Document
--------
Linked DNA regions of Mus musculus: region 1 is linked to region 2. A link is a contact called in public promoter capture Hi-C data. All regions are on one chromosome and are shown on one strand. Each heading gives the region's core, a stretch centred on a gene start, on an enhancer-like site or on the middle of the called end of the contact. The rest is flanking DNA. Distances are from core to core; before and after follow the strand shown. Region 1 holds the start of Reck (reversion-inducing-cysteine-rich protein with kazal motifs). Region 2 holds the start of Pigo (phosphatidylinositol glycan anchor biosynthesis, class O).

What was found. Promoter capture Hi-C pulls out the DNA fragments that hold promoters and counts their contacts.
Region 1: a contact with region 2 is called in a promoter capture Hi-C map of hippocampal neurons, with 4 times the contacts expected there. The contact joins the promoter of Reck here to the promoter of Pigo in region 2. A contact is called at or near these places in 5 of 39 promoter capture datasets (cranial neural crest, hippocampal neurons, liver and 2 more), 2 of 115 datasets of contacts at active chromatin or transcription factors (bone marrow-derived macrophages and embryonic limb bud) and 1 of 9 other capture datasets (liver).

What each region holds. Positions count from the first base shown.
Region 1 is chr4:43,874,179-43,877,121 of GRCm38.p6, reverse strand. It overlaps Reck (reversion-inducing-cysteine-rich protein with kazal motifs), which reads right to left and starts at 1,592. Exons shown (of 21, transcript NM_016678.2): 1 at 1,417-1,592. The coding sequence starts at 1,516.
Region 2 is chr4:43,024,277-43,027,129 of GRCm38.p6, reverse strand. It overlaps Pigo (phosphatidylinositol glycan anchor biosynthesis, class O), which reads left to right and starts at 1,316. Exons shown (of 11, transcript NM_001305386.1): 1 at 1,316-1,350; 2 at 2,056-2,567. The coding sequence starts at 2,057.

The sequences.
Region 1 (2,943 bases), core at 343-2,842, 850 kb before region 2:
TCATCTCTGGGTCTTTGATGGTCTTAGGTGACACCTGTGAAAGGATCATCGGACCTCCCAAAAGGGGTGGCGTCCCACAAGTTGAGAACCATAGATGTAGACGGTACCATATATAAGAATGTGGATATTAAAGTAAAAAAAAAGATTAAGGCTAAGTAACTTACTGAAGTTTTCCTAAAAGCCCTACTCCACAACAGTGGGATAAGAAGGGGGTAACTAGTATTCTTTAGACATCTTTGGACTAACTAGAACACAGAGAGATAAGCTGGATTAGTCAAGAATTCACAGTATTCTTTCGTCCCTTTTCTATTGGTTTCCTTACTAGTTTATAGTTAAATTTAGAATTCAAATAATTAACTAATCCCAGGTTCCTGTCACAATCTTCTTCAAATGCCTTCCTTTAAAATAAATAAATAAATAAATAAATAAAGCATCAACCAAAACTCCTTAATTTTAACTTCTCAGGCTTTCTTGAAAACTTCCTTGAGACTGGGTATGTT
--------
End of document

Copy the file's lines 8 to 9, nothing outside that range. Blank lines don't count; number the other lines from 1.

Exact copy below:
Region 1 (2,943 bases), core at 343-2,842, 850 kb before region 2:
TCATCTCTGGGTCTTTGATGGTCTTAGGTGACACCTGTGAAAGGATCATCGGACCTCCCAAAAGGGGTGGCGTCCCACAAGTTGAGAACCATAGATGTAGACGGTACCATATATAAGAATGTGGATATTAAAGTAAAAAAAAAGATTAAGGCTAAGTAACTTACTGAAGTTTTCCTAAAAGCCCTACTCCACAACAGTGGGATAAGAAGGGGGTAACTAGTATTCTTTAGACATCTTTGGACTAACTAGAACACAGAGAGATAAGCTGGATTAGTCAAGAATTCACAGTATTCTTTCGTCCCTTTTCTATTGGTTTCCTTACTAGTTTATAGTTAAATTTAGAATTCAAATAATTAACTAATCCCAGGTTCCTGTCACAATCTTCTTCAAATGCCTTCCTTTAAAATAAATAAATAAATAAATAAATAAAGCATCAACCAAAACTCCTTAATTTTAACTTCTCAGGCTTTCTTGAAAACTTCCTTGAGACTGGGTATGTT